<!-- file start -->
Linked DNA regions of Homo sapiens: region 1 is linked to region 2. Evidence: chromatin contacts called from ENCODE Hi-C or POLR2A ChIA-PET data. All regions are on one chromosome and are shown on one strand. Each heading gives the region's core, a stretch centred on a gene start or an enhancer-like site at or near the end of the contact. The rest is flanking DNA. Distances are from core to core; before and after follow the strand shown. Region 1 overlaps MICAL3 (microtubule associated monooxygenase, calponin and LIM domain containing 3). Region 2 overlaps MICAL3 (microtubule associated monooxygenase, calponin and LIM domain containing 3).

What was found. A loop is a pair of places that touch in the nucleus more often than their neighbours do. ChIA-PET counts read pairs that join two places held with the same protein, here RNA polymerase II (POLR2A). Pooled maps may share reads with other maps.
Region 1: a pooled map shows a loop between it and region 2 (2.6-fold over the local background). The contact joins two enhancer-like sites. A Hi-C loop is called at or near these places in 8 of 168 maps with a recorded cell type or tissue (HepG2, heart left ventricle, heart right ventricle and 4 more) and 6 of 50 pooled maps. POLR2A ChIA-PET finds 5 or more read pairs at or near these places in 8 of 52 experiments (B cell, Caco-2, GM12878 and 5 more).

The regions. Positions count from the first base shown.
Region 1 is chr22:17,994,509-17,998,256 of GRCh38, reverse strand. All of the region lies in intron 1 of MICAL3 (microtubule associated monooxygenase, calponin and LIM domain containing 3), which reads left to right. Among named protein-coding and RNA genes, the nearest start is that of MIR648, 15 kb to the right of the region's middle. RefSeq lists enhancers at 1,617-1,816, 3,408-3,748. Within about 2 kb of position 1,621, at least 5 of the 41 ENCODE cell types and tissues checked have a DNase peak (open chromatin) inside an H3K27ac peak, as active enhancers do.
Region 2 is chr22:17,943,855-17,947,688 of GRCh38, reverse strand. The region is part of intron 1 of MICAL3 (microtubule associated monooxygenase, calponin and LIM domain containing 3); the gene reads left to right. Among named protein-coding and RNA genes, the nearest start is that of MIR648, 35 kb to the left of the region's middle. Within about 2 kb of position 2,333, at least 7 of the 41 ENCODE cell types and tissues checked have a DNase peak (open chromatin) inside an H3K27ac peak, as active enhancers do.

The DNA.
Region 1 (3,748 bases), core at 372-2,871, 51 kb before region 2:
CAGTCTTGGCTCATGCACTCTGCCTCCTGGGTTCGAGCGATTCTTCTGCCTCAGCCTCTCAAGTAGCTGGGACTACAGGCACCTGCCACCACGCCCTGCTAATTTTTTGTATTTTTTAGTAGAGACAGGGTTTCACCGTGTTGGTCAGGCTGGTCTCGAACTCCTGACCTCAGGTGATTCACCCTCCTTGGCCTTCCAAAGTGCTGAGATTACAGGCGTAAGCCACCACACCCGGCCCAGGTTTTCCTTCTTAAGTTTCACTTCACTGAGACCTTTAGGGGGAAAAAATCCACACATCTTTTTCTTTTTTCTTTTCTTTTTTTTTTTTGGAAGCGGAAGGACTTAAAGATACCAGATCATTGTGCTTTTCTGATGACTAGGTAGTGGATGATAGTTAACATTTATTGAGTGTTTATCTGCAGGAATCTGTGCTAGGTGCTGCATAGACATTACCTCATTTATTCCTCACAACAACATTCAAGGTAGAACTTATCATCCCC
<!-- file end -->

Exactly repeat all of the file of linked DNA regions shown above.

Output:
Linked DNA regions of Homo sapiens: region 1 is linked to region 2. Evidence: chromatin contacts called from ENCODE Hi-C or POLR2A ChIA-PET data. All regions are on one chromosome and are shown on one strand. Each heading gives the region's core, a stretch centred on a gene start or an enhancer-like site at or near the end of the contact. The rest is flanking DNA. Distances are from core to core; before and after follow the strand shown. Region 1 overlaps MICAL3 (microtubule associated monooxygenase, calponin and LIM domain containing 3). Region 2 overlaps MICAL3 (microtubule associated monooxygenase, calponin and LIM domain containing 3).

What was found. A loop is a pair of places that touch in the nucleus more often than their neighbours do. ChIA-PET counts read pairs that join two places held with the same protein, here RNA polymerase II (POLR2A). Pooled maps may share reads with other maps.
Region 1: a pooled map shows a loop between it and region 2 (2.6-fold over the local background). The contact joins two enhancer-like sites. A Hi-C loop is called at or near these places in 8 of 168 maps with a recorded cell type or tissue (HepG2, heart left ventricle, heart right ventricle and 4 more) and 6 of 50 pooled maps. POLR2A ChIA-PET finds 5 or more read pairs at or near these places in 8 of 52 experiments (B cell, Caco-2, GM12878 and 5 more).

The regions. Positions count from the first base shown.
Region 1 is chr22:17,994,509-17,998,256 of GRCh38, reverse strand. All of the region lies in intron 1 of MICAL3 (microtubule associated monooxygenase, calponin and LIM domain containing 3), which reads left to right. Among named protein-coding and RNA genes, the nearest start is that of MIR648, 15 kb to the right of the region's middle. RefSeq lists enhancers at 1,617-1,816, 3,408-3,748. Within about 2 kb of position 1,621, at least 5 of the 41 ENCODE cell types and tissues checked have a DNase peak (open chromatin) inside an H3K27ac peak, as active enhancers do.
Region 2 is chr22:17,943,855-17,947,688 of GRCh38, reverse strand. The region is part of intron 1 of MICAL3 (microtubule associated monooxygenase, calponin and LIM domain containing 3); the gene reads left to right. Among named protein-coding and RNA genes, the nearest start is that of MIR648, 35 kb to the left of the region's middle. Within about 2 kb of position 2,333, at least 7 of the 41 ENCODE cell types and tissues checked have a DNase peak (open chromatin) inside an H3K27ac peak, as active enhancers do.

The DNA.
Region 1 (3,748 bases), core at 372-2,871, 51 kb before region 2:
CAGTCTTGGCTCATGCACTCTGCCTCCTGGGTTCGAGCGATTCTTCTGCCTCAGCCTCTCAAGTAGCTGGGACTACAGGCACCTGCCACCACGCCCTGCTAATTTTTTGTATTTTTTAGTAGAGACAGGGTTTCACCGTGTTGGTCAGGCTGGTCTCGAACTCCTGACCTCAGGTGATTCACCCTCCTTGGCCTTCCAAAGTGCTGAGATTACAGGCGTAAGCCACCACACCCGGCCCAGGTTTTCCTTCTTAAGTTTCACTTCACTGAGACCTTTAGGGGGAAAAAATCCACACATCTTTTTCTTTTTTCTTTTCTTTTTTTTTTTTGGAAGCGGAAGGACTTAAAGATACCAGATCATTGTGCTTTTCTGATGACTAGGTAGTGGATGATAGTTAACATTTATTGAGTGTTTATCTGCAGGAATCTGTGCTAGGTGCTGCATAGACATTACCTCATTTATTCCTCACAACAACATTCAAGGTAGAACTTATCATCCCC